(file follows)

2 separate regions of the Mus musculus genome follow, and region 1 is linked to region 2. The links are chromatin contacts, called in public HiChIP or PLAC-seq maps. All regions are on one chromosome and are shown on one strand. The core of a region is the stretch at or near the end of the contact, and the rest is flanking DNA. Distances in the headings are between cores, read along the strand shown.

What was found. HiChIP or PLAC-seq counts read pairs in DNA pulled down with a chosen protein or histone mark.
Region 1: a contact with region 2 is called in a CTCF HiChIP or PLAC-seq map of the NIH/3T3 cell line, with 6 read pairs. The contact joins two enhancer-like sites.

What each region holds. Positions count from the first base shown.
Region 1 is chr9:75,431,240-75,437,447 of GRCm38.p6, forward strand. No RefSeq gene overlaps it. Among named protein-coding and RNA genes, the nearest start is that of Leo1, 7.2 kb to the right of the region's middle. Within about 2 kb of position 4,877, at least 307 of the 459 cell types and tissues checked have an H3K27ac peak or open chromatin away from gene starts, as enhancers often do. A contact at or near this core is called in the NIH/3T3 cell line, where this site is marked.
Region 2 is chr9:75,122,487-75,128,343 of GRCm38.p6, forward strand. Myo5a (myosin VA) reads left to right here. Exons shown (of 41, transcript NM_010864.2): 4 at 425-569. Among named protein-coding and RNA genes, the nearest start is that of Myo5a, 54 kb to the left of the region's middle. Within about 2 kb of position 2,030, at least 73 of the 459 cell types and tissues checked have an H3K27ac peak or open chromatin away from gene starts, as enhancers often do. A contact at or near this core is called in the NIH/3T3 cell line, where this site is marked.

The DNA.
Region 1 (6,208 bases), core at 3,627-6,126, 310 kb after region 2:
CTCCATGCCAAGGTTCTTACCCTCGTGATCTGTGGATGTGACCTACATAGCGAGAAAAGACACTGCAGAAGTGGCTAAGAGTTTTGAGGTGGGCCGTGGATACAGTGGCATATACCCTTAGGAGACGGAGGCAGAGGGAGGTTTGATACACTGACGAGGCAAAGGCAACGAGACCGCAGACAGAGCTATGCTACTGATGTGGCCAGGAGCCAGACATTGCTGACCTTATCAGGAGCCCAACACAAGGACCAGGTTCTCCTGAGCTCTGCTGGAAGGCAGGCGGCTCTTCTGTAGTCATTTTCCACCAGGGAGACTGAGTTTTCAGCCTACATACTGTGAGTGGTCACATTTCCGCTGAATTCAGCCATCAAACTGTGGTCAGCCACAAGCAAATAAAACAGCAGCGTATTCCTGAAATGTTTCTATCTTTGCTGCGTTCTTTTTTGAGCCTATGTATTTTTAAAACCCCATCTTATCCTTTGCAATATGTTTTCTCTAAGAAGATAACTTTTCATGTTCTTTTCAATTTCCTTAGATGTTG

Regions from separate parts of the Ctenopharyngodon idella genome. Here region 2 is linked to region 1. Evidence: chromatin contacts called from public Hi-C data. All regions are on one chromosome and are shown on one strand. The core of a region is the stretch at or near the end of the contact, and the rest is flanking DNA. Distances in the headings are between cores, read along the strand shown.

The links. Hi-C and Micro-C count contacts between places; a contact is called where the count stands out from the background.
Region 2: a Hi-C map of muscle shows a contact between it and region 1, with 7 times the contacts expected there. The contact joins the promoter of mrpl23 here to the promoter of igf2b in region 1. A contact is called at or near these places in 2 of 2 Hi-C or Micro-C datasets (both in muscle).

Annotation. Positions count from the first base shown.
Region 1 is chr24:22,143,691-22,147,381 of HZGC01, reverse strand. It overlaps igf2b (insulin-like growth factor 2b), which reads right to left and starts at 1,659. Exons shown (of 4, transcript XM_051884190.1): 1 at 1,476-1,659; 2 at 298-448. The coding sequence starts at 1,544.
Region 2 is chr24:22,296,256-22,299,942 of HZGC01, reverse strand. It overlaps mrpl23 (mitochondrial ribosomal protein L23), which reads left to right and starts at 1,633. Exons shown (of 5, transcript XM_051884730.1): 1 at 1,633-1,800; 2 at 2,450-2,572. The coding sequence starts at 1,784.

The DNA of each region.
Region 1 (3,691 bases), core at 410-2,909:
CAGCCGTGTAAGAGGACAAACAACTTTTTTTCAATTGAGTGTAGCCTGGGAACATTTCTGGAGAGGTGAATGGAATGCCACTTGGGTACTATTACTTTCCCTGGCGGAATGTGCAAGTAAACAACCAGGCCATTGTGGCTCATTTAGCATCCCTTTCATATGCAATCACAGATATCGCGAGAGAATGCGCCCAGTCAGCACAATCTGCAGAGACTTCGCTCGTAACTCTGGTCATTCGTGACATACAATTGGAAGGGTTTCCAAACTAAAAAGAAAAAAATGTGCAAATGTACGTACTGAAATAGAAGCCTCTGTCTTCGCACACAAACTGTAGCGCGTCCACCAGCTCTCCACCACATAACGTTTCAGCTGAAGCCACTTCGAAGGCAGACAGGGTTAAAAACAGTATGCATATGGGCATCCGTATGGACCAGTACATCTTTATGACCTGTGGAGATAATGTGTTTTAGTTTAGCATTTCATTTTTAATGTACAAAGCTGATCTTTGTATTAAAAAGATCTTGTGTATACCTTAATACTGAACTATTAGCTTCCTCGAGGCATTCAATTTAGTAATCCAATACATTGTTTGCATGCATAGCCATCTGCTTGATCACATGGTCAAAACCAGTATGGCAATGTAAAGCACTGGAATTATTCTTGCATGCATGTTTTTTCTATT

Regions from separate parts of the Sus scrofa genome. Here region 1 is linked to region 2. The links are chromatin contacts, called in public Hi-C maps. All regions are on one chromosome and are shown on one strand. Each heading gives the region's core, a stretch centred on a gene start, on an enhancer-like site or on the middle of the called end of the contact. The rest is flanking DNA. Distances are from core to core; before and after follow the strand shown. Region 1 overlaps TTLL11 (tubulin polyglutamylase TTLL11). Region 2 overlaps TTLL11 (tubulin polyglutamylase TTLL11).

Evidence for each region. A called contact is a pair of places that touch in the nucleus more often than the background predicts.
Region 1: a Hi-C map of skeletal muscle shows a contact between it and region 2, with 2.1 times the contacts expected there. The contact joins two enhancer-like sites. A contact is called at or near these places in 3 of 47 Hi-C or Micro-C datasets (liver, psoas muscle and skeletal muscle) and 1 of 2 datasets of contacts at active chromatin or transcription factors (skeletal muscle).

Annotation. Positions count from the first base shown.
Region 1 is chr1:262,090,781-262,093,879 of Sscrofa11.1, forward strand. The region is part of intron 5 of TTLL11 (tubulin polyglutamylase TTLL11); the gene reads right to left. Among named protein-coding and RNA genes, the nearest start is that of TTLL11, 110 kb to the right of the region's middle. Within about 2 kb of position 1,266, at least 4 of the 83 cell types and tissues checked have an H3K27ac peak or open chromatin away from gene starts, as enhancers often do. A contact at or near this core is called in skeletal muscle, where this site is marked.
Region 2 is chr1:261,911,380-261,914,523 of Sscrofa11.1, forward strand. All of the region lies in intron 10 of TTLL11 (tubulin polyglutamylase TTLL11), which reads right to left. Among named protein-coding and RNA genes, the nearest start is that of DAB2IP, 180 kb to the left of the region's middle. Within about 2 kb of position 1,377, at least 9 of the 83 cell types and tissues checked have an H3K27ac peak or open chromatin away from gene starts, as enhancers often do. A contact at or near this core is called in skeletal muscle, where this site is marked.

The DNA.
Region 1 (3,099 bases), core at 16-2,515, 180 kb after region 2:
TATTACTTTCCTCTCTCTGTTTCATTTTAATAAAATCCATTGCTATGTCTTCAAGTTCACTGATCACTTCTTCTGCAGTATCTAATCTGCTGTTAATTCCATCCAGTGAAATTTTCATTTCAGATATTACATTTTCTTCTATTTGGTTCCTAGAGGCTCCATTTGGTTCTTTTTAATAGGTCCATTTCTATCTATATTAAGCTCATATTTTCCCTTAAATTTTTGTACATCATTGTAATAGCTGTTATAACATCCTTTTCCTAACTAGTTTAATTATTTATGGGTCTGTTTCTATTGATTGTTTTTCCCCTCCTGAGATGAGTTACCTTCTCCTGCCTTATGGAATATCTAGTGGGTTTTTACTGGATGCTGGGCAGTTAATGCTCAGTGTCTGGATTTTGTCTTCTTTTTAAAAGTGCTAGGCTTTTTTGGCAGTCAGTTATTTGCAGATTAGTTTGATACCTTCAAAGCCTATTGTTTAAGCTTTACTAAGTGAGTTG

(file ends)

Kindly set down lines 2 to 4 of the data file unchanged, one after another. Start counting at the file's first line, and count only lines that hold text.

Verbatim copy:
What was found. HiChIP or PLAC-seq counts read pairs in DNA pulled down with a chosen protein or histone mark.
Region 1: a contact with region 2 is called in a CTCF HiChIP or PLAC-seq map of the NIH/3T3 cell line, with 6 read pairs. The contact joins two enhancer-like sites.

What each region holds. Positions count from the first base shown.